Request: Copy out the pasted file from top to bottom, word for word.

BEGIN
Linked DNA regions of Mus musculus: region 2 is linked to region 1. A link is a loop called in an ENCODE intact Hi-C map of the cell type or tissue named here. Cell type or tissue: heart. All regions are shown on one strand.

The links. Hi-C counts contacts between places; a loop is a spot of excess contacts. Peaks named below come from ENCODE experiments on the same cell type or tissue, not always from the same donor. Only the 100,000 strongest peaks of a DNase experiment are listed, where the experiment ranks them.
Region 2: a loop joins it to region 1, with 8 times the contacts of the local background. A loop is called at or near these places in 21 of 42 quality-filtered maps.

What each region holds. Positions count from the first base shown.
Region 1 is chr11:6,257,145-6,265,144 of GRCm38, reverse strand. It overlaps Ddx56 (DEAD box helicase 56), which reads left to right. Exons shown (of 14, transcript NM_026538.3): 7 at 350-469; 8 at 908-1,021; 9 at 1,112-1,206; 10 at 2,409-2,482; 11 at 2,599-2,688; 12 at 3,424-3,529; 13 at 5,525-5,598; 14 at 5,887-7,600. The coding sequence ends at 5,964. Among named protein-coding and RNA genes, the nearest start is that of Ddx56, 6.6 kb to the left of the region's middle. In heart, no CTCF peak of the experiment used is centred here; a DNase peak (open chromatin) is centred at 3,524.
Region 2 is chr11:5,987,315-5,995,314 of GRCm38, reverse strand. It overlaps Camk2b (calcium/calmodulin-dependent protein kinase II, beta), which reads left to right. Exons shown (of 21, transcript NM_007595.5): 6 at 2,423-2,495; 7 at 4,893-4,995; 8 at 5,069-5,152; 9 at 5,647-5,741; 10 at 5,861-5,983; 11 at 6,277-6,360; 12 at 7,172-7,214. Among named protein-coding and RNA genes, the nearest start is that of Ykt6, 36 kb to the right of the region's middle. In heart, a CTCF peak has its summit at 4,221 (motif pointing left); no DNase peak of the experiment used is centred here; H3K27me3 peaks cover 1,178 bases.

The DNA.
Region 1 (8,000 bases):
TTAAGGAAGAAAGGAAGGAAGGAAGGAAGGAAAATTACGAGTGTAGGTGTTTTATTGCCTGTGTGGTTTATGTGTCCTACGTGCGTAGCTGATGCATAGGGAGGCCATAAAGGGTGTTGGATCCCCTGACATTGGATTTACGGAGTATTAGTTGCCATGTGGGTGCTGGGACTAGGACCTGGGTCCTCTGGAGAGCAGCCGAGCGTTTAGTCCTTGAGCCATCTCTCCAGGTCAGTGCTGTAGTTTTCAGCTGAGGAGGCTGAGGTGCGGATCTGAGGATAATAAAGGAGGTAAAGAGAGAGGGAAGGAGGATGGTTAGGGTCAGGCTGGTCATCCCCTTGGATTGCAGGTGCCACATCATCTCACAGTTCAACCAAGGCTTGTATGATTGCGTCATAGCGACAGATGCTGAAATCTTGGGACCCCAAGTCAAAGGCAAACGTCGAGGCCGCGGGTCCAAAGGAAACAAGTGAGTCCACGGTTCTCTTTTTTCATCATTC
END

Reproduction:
Linked DNA regions of Mus musculus: region 2 is linked to region 1. A link is a loop called in an ENCODE intact Hi-C map of the cell type or tissue named here. Cell type or tissue: heart. All regions are shown on one strand.

The links. Hi-C counts contacts between places; a loop is a spot of excess contacts. Peaks named below come from ENCODE experiments on the same cell type or tissue, not always from the same donor. Only the 100,000 strongest peaks of a DNase experiment are listed, where the experiment ranks them.
Region 2: a loop joins it to region 1, with 8 times the contacts of the local background. A loop is called at or near these places in 21 of 42 quality-filtered maps.

What each region holds. Positions count from the first base shown.
Region 1 is chr11:6,257,145-6,265,144 of GRCm38, reverse strand. It overlaps Ddx56 (DEAD box helicase 56), which reads left to right. Exons shown (of 14, transcript NM_026538.3): 7 at 350-469; 8 at 908-1,021; 9 at 1,112-1,206; 10 at 2,409-2,482; 11 at 2,599-2,688; 12 at 3,424-3,529; 13 at 5,525-5,598; 14 at 5,887-7,600. The coding sequence ends at 5,964. Among named protein-coding and RNA genes, the nearest start is that of Ddx56, 6.6 kb to the left of the region's middle. In heart, no CTCF peak of the experiment used is centred here; a DNase peak (open chromatin) is centred at 3,524.
Region 2 is chr11:5,987,315-5,995,314 of GRCm38, reverse strand. It overlaps Camk2b (calcium/calmodulin-dependent protein kinase II, beta), which reads left to right. Exons shown (of 21, transcript NM_007595.5): 6 at 2,423-2,495; 7 at 4,893-4,995; 8 at 5,069-5,152; 9 at 5,647-5,741; 10 at 5,861-5,983; 11 at 6,277-6,360; 12 at 7,172-7,214. Among named protein-coding and RNA genes, the nearest start is that of Ykt6, 36 kb to the right of the region's middle. In heart, a CTCF peak has its summit at 4,221 (motif pointing left); no DNase peak of the experiment used is centred here; H3K27me3 peaks cover 1,178 bases.

The DNA.
Region 1 (8,000 bases):
TTAAGGAAGAAAGGAAGGAAGGAAGGAAGGAAAATTACGAGTGTAGGTGTTTTATTGCCTGTGTGGTTTATGTGTCCTACGTGCGTAGCTGATGCATAGGGAGGCCATAAAGGGTGTTGGATCCCCTGACATTGGATTTACGGAGTATTAGTTGCCATGTGGGTGCTGGGACTAGGACCTGGGTCCTCTGGAGAGCAGCCGAGCGTTTAGTCCTTGAGCCATCTCTCCAGGTCAGTGCTGTAGTTTTCAGCTGAGGAGGCTGAGGTGCGGATCTGAGGATAATAAAGGAGGTAAAGAGAGAGGGAAGGAGGATGGTTAGGGTCAGGCTGGTCATCCCCTTGGATTGCAGGTGCCACATCATCTCACAGTTCAACCAAGGCTTGTATGATTGCGTCATAGCGACAGATGCTGAAATCTTGGGACCCCAAGTCAAAGGCAAACGTCGAGGCCGCGGGTCCAAAGGAAACAAGTGAGTCCACGGTTCTCTTTTTTCATCATTC